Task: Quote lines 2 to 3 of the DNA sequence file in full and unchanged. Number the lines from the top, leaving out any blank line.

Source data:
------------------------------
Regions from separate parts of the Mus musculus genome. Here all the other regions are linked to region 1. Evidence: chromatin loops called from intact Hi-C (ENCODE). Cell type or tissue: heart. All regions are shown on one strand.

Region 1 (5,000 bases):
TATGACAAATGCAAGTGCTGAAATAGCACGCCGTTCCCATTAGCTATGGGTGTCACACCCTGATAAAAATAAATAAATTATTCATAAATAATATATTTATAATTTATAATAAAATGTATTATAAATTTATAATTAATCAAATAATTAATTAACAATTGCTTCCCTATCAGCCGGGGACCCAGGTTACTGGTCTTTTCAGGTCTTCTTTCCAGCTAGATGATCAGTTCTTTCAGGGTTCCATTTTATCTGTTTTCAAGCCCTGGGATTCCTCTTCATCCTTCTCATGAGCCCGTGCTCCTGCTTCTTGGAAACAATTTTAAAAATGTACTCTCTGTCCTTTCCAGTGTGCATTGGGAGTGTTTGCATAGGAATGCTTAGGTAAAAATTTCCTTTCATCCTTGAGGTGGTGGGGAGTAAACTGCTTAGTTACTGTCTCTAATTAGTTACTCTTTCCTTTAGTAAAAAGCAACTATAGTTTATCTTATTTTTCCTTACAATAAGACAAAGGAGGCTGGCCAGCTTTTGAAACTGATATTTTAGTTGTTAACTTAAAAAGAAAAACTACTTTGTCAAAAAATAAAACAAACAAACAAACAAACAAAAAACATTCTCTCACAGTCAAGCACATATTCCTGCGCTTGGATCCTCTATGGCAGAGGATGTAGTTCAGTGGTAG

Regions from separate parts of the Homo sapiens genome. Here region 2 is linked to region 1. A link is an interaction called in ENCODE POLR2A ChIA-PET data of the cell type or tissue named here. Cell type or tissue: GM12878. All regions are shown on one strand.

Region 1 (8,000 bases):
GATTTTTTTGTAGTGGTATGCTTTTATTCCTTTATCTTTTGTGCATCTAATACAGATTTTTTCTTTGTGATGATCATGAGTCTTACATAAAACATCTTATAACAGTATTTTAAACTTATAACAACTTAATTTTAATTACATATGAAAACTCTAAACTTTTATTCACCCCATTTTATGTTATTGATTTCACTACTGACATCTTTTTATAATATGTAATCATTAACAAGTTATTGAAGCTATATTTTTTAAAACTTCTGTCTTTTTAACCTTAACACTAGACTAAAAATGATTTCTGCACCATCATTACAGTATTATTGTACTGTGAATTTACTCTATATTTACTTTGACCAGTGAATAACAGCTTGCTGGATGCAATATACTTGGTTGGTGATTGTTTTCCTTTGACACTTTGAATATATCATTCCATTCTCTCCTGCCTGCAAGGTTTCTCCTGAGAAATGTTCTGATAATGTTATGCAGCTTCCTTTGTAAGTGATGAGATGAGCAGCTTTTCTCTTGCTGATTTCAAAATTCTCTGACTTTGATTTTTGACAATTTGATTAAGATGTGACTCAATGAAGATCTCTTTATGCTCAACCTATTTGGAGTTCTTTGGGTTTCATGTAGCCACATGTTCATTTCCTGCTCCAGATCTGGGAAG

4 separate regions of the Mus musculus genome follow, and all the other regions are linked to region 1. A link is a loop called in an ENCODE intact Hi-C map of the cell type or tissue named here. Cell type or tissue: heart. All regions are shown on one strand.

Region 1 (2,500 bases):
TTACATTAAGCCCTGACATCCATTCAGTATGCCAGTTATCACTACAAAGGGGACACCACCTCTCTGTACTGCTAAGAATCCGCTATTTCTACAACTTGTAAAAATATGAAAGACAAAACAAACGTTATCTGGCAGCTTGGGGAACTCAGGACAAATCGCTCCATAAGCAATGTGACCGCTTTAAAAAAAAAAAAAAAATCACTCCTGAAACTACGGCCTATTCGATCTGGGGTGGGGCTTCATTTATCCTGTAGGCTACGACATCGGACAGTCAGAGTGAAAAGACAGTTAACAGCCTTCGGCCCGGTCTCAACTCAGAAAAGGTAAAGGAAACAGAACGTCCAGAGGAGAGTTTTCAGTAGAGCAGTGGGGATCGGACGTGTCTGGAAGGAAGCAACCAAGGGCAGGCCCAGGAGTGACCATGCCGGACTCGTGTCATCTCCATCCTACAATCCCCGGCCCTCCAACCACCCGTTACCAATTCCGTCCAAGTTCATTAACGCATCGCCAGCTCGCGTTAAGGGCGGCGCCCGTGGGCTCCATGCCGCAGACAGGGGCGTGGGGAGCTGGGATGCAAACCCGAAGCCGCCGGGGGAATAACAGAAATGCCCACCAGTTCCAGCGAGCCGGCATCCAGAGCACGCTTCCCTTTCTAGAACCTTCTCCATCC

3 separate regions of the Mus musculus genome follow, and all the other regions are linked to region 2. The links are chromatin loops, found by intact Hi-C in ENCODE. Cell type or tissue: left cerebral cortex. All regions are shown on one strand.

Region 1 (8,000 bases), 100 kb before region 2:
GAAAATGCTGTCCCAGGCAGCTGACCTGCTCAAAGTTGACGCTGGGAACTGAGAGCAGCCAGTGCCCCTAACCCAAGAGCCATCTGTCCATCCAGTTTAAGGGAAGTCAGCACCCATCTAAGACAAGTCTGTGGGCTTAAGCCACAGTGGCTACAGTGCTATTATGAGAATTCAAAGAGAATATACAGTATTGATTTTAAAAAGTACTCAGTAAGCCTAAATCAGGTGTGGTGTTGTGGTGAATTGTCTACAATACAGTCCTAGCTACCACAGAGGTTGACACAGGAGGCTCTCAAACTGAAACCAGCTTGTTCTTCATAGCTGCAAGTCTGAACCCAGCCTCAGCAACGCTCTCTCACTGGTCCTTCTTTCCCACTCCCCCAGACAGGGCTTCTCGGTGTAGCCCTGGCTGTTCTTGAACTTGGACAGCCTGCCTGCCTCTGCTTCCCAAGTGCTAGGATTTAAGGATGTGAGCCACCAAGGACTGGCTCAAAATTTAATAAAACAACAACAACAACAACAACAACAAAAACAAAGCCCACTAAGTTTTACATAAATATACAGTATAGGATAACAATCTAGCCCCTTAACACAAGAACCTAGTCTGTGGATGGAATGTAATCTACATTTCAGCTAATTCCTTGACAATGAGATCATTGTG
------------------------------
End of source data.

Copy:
Region 1 (5,000 bases):
TATGACAAATGCAAGTGCTGAAATAGCACGCCGTTCCCATTAGCTATGGGTGTCACACCCTGATAAAAATAAATAAATTATTCATAAATAATATATTTATAATTTATAATAAAATGTATTATAAATTTATAATTAATCAAATAATTAATTAACAATTGCTTCCCTATCAGCCGGGGACCCAGGTTACTGGTCTTTTCAGGTCTTCTTTCCAGCTAGATGATCAGTTCTTTCAGGGTTCCATTTTATCTGTTTTCAAGCCCTGGGATTCCTCTTCATCCTTCTCATGAGCCCGTGCTCCTGCTTCTTGGAAACAATTTTAAAAATGTACTCTCTGTCCTTTCCAGTGTGCATTGGGAGTGTTTGCATAGGAATGCTTAGGTAAAAATTTCCTTTCATCCTTGAGGTGGTGGGGAGTAAACTGCTTAGTTACTGTCTCTAATTAGTTACTCTTTCCTTTAGTAAAAAGCAACTATAGTTTATCTTATTTTTCCTTACAATAAGACAAAGGAGGCTGGCCAGCTTTTGAAACTGATATTTTAGTTGTTAACTTAAAAAGAAAAACTACTTTGTCAAAAAATAAAACAAACAAACAAACAAACAAAAAACATTCTCTCACAGTCAAGCACATATTCCTGCGCTTGGATCCTCTATGGCAGAGGATGTAGTTCAGTGGTAG